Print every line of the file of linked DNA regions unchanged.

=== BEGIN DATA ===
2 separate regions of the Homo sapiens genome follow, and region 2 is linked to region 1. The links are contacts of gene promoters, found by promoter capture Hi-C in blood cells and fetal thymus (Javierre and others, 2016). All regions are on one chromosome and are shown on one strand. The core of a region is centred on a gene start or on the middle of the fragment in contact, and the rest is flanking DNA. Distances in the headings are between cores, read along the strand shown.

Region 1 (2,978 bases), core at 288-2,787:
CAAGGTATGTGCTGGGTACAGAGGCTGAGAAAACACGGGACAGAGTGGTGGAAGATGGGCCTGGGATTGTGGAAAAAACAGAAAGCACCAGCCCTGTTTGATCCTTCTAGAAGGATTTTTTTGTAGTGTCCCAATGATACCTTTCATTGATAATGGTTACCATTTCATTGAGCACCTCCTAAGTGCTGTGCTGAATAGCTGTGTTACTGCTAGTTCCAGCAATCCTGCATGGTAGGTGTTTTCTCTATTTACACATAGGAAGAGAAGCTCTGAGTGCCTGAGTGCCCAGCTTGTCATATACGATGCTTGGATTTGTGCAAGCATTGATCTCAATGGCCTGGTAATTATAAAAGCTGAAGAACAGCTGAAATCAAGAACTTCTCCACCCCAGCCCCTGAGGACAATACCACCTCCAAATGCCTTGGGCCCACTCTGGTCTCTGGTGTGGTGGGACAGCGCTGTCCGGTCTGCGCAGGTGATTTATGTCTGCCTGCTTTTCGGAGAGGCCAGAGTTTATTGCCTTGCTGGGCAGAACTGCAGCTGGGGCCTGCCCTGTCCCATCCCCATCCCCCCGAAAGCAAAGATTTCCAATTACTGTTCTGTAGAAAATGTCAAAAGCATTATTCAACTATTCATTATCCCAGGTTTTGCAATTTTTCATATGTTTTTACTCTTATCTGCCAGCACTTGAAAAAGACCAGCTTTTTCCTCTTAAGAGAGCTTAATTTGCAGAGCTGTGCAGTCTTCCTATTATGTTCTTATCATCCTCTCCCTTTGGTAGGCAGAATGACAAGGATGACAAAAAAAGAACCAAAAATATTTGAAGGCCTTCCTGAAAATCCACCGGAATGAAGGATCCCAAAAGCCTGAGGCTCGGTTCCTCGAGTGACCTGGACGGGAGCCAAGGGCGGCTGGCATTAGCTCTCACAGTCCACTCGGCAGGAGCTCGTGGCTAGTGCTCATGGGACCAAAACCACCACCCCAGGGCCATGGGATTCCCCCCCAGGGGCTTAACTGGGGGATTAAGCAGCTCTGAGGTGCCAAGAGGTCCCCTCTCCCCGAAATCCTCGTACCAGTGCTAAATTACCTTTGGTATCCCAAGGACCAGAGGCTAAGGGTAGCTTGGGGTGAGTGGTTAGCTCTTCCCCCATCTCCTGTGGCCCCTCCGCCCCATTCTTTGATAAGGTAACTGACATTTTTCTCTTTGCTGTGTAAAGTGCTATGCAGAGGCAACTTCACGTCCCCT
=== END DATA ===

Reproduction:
2 separate regions of the Homo sapiens genome follow, and region 2 is linked to region 1. The links are contacts of gene promoters, found by promoter capture Hi-C in blood cells and fetal thymus (Javierre and others, 2016). All regions are on one chromosome and are shown on one strand. The core of a region is centred on a gene start or on the middle of the fragment in contact, and the rest is flanking DNA. Distances in the headings are between cores, read along the strand shown.

Region 1 (2,978 bases), core at 288-2,787:
CAAGGTATGTGCTGGGTACAGAGGCTGAGAAAACACGGGACAGAGTGGTGGAAGATGGGCCTGGGATTGTGGAAAAAACAGAAAGCACCAGCCCTGTTTGATCCTTCTAGAAGGATTTTTTTGTAGTGTCCCAATGATACCTTTCATTGATAATGGTTACCATTTCATTGAGCACCTCCTAAGTGCTGTGCTGAATAGCTGTGTTACTGCTAGTTCCAGCAATCCTGCATGGTAGGTGTTTTCTCTATTTACACATAGGAAGAGAAGCTCTGAGTGCCTGAGTGCCCAGCTTGTCATATACGATGCTTGGATTTGTGCAAGCATTGATCTCAATGGCCTGGTAATTATAAAAGCTGAAGAACAGCTGAAATCAAGAACTTCTCCACCCCAGCCCCTGAGGACAATACCACCTCCAAATGCCTTGGGCCCACTCTGGTCTCTGGTGTGGTGGGACAGCGCTGTCCGGTCTGCGCAGGTGATTTATGTCTGCCTGCTTTTCGGAGAGGCCAGAGTTTATTGCCTTGCTGGGCAGAACTGCAGCTGGGGCCTGCCCTGTCCCATCCCCATCCCCCCGAAAGCAAAGATTTCCAATTACTGTTCTGTAGAAAATGTCAAAAGCATTATTCAACTATTCATTATCCCAGGTTTTGCAATTTTTCATATGTTTTTACTCTTATCTGCCAGCACTTGAAAAAGACCAGCTTTTTCCTCTTAAGAGAGCTTAATTTGCAGAGCTGTGCAGTCTTCCTATTATGTTCTTATCATCCTCTCCCTTTGGTAGGCAGAATGACAAGGATGACAAAAAAAGAACCAAAAATATTTGAAGGCCTTCCTGAAAATCCACCGGAATGAAGGATCCCAAAAGCCTGAGGCTCGGTTCCTCGAGTGACCTGGACGGGAGCCAAGGGCGGCTGGCATTAGCTCTCACAGTCCACTCGGCAGGAGCTCGTGGCTAGTGCTCATGGGACCAAAACCACCACCCCAGGGCCATGGGATTCCCCCCCAGGGGCTTAACTGGGGGATTAAGCAGCTCTGAGGTGCCAAGAGGTCCCCTCTCCCCGAAATCCTCGTACCAGTGCTAAATTACCTTTGGTATCCCAAGGACCAGAGGCTAAGGGTAGCTTGGGGTGAGTGGTTAGCTCTTCCCCCATCTCCTGTGGCCCCTCCGCCCCATTCTTTGATAAGGTAACTGACATTTTTCTCTTTGCTGTGTAAAGTGCTATGCAGAGGCAACTTCACGTCCCCT